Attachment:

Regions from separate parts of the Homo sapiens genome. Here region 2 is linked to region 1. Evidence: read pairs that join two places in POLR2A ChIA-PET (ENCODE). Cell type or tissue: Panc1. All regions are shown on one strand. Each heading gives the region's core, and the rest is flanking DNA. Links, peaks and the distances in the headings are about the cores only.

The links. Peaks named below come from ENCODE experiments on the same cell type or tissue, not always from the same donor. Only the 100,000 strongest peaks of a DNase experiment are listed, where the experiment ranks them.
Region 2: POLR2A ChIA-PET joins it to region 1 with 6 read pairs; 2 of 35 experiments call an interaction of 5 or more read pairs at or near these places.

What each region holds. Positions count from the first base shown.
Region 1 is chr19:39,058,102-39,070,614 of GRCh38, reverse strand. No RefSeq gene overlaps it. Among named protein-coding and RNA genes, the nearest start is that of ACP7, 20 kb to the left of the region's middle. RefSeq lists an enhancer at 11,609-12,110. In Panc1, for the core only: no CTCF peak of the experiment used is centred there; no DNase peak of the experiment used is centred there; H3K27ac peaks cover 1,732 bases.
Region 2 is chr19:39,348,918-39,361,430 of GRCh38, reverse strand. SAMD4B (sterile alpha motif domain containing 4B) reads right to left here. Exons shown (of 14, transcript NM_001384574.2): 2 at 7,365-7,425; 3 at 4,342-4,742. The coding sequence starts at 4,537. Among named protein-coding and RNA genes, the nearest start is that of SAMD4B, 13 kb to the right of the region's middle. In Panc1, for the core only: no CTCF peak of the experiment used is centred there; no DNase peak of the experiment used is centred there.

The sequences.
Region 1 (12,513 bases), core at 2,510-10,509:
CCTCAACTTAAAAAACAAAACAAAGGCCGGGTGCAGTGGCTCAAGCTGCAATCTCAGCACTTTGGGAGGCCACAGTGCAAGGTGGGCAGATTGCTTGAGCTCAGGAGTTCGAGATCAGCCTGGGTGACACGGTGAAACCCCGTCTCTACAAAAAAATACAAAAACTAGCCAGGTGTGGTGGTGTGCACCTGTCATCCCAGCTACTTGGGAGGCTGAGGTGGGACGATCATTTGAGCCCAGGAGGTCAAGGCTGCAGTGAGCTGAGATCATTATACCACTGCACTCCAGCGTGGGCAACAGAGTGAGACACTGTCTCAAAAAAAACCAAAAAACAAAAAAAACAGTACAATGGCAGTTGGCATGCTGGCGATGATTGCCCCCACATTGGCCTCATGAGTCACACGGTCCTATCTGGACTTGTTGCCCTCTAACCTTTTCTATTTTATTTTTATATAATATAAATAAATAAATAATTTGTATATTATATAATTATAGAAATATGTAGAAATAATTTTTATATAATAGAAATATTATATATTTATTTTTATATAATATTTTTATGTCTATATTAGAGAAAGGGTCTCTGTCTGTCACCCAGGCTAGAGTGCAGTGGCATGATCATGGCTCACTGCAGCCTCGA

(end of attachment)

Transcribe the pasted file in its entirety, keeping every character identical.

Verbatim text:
Regions from separate parts of the Homo sapiens genome. Here region 2 is linked to region 1. Evidence: read pairs that join two places in POLR2A ChIA-PET (ENCODE). Cell type or tissue: Panc1. All regions are shown on one strand. Each heading gives the region's core, and the rest is flanking DNA. Links, peaks and the distances in the headings are about the cores only.

The links. Peaks named below come from ENCODE experiments on the same cell type or tissue, not always from the same donor. Only the 100,000 strongest peaks of a DNase experiment are listed, where the experiment ranks them.
Region 2: POLR2A ChIA-PET joins it to region 1 with 6 read pairs; 2 of 35 experiments call an interaction of 5 or more read pairs at or near these places.

What each region holds. Positions count from the first base shown.
Region 1 is chr19:39,058,102-39,070,614 of GRCh38, reverse strand. No RefSeq gene overlaps it. Among named protein-coding and RNA genes, the nearest start is that of ACP7, 20 kb to the left of the region's middle. RefSeq lists an enhancer at 11,609-12,110. In Panc1, for the core only: no CTCF peak of the experiment used is centred there; no DNase peak of the experiment used is centred there; H3K27ac peaks cover 1,732 bases.
Region 2 is chr19:39,348,918-39,361,430 of GRCh38, reverse strand. SAMD4B (sterile alpha motif domain containing 4B) reads right to left here. Exons shown (of 14, transcript NM_001384574.2): 2 at 7,365-7,425; 3 at 4,342-4,742. The coding sequence starts at 4,537. Among named protein-coding and RNA genes, the nearest start is that of SAMD4B, 13 kb to the right of the region's middle. In Panc1, for the core only: no CTCF peak of the experiment used is centred there; no DNase peak of the experiment used is centred there.

The sequences.
Region 1 (12,513 bases), core at 2,510-10,509:
CCTCAACTTAAAAAACAAAACAAAGGCCGGGTGCAGTGGCTCAAGCTGCAATCTCAGCACTTTGGGAGGCCACAGTGCAAGGTGGGCAGATTGCTTGAGCTCAGGAGTTCGAGATCAGCCTGGGTGACACGGTGAAACCCCGTCTCTACAAAAAAATACAAAAACTAGCCAGGTGTGGTGGTGTGCACCTGTCATCCCAGCTACTTGGGAGGCTGAGGTGGGACGATCATTTGAGCCCAGGAGGTCAAGGCTGCAGTGAGCTGAGATCATTATACCACTGCACTCCAGCGTGGGCAACAGAGTGAGACACTGTCTCAAAAAAAACCAAAAAACAAAAAAAACAGTACAATGGCAGTTGGCATGCTGGCGATGATTGCCCCCACATTGGCCTCATGAGTCACACGGTCCTATCTGGACTTGTTGCCCTCTAACCTTTTCTATTTTATTTTTATATAATATAAATAAATAAATAATTTGTATATTATATAATTATAGAAATATGTAGAAATAATTTTTATATAATAGAAATATTATATATTTATTTTTATATAATATTTTTATGTCTATATTAGAGAAAGGGTCTCTGTCTGTCACCCAGGCTAGAGTGCAGTGGCATGATCATGGCTCACTGCAGCCTCGA